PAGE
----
Monthly Archives: October 2011

Restoring SQL Database from Remote Computer

You have backed up your database on your remote server into .bak file. You moved the .bak file to your local system and want to restore the database and it does not work!

Well here are some of the things you need to be aware of.

  • You can back up a database and restored as a different database name on one computer
  • You can not back a database on one computer and restore it on another using a different name.

The second was the scenario that I was trying to do as I did not want to overrwite my existing database. This is probably a security issue when you import from one machine to the other. You can not change the database name.


You are working on a development machine. You made some changes to the database. Meantime, the production machine got new data. You want to import the new data into the existing one.

If you simply import the database, you will loose all your changes (stored procedures, new column etc).  What you really want to do is import just one or two tables which has the new data.

To make things complex, you can not import individual table because the data in those table is somewhat corrupt (this was the case with me).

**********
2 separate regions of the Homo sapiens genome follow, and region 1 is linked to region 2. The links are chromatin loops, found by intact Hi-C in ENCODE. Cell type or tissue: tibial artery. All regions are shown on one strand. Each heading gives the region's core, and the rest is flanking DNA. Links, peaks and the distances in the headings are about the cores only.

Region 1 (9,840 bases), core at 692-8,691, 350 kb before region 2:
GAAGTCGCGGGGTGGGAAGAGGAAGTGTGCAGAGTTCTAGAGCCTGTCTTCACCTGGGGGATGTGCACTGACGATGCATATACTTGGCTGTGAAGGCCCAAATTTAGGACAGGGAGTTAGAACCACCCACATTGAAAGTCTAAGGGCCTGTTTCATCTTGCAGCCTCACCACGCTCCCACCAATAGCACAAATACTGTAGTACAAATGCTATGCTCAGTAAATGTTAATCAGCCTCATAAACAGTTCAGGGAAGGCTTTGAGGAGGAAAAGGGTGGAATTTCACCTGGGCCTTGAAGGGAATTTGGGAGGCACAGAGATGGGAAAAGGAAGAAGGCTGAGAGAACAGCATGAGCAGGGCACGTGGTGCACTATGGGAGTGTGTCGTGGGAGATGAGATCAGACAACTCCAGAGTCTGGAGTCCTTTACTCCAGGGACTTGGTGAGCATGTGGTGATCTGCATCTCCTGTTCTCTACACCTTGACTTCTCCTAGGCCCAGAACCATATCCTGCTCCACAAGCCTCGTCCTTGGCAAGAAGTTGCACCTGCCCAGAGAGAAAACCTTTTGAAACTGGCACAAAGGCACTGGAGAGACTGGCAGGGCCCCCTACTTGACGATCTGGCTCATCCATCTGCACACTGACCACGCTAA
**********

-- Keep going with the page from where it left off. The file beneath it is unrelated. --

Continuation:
As earlier pointed out, it would be nice if we can import the .bak file into a new database on local system but we can’t. The only way to do it is update the current database by right clicking on the database->Task->Restore->Database. You can not change the name of the database, if you do you will get some error.

What you can do is backup you existing database and you can restored it with different database name. This is what you should do first. Back it up and restore it with a different name. That way the changes you made are their in a new database which you can always refer too.

Note that the database permission do not play a role when you import/export from remote computer. Also make sure you give everyone the permission to read/write and execute for this to work.


This tutorial is designed for Microsoft SQL Server 2005. It should be valid for SQL Server 2008.


How to backup and restore database

How to restored database across servers

How to backup database across different machines


Note: SQL DISTINCT is available only in MS SQL not MySQL

Select Distinct * from table

removed duplicates rows not duplicate column. DISTINCT works on rows not column. If you join two tables lets say

Doctors                                                             Appointment (Patients)

doc_id | Doc_Name                             Patient Name, doc_id

If you left join on doc_id, it will produce a table with doctor name repeated more than once for each appointment he has. Using distinct will not solve the problem because the rows are already distinct different (Each doctor had a different appointment) so in each row the patient name is different in front of the same doctor.

Sort template field in gridView